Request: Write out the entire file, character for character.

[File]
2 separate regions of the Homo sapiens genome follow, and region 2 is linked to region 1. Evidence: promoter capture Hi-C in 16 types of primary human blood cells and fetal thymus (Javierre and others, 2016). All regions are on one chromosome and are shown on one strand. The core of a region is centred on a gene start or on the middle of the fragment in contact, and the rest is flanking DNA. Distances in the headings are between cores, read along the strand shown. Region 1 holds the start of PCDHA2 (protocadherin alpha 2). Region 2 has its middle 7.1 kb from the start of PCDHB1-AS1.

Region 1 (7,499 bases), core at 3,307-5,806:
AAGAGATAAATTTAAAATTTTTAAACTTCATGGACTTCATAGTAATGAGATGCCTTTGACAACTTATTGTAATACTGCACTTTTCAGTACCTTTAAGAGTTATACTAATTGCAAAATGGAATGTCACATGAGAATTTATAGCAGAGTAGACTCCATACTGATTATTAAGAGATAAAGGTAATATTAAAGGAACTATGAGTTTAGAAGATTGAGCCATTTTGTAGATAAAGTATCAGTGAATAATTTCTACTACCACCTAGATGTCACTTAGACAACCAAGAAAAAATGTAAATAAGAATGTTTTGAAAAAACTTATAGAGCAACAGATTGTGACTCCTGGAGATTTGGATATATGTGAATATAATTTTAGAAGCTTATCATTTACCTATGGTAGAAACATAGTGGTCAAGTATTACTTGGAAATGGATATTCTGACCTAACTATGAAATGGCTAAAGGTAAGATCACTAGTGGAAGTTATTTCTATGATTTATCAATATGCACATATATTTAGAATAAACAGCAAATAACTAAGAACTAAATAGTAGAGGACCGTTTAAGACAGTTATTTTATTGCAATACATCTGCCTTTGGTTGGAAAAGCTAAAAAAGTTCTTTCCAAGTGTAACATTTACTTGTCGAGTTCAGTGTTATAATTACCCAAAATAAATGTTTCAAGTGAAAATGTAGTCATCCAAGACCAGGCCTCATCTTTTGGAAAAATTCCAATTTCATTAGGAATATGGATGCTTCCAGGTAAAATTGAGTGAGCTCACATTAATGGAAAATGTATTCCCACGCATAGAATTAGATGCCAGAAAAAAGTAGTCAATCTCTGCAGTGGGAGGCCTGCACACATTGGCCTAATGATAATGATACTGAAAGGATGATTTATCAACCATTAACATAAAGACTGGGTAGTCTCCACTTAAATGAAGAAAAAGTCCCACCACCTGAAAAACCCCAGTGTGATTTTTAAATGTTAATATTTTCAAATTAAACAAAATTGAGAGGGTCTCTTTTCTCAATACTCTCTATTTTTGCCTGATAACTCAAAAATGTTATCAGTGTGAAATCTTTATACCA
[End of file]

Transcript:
2 separate regions of the Homo sapiens genome follow, and region 2 is linked to region 1. Evidence: promoter capture Hi-C in 16 types of primary human blood cells and fetal thymus (Javierre and others, 2016). All regions are on one chromosome and are shown on one strand. The core of a region is centred on a gene start or on the middle of the fragment in contact, and the rest is flanking DNA. Distances in the headings are between cores, read along the strand shown. Region 1 holds the start of PCDHA2 (protocadherin alpha 2). Region 2 has its middle 7.1 kb from the start of PCDHB1-AS1.

Region 1 (7,499 bases), core at 3,307-5,806:
AAGAGATAAATTTAAAATTTTTAAACTTCATGGACTTCATAGTAATGAGATGCCTTTGACAACTTATTGTAATACTGCACTTTTCAGTACCTTTAAGAGTTATACTAATTGCAAAATGGAATGTCACATGAGAATTTATAGCAGAGTAGACTCCATACTGATTATTAAGAGATAAAGGTAATATTAAAGGAACTATGAGTTTAGAAGATTGAGCCATTTTGTAGATAAAGTATCAGTGAATAATTTCTACTACCACCTAGATGTCACTTAGACAACCAAGAAAAAATGTAAATAAGAATGTTTTGAAAAAACTTATAGAGCAACAGATTGTGACTCCTGGAGATTTGGATATATGTGAATATAATTTTAGAAGCTTATCATTTACCTATGGTAGAAACATAGTGGTCAAGTATTACTTGGAAATGGATATTCTGACCTAACTATGAAATGGCTAAAGGTAAGATCACTAGTGGAAGTTATTTCTATGATTTATCAATATGCACATATATTTAGAATAAACAGCAAATAACTAAGAACTAAATAGTAGAGGACCGTTTAAGACAGTTATTTTATTGCAATACATCTGCCTTTGGTTGGAAAAGCTAAAAAAGTTCTTTCCAAGTGTAACATTTACTTGTCGAGTTCAGTGTTATAATTACCCAAAATAAATGTTTCAAGTGAAAATGTAGTCATCCAAGACCAGGCCTCATCTTTTGGAAAAATTCCAATTTCATTAGGAATATGGATGCTTCCAGGTAAAATTGAGTGAGCTCACATTAATGGAAAATGTATTCCCACGCATAGAATTAGATGCCAGAAAAAAGTAGTCAATCTCTGCAGTGGGAGGCCTGCACACATTGGCCTAATGATAATGATACTGAAAGGATGATTTATCAACCATTAACATAAAGACTGGGTAGTCTCCACTTAAATGAAGAAAAAGTCCCACCACCTGAAAAACCCCAGTGTGATTTTTAAATGTTAATATTTTCAAATTAAACAAAATTGAGAGGGTCTCTTTTCTCAATACTCTCTATTTTTGCCTGATAACTCAAAAATGTTATCAGTGTGAAATCTTTATACCA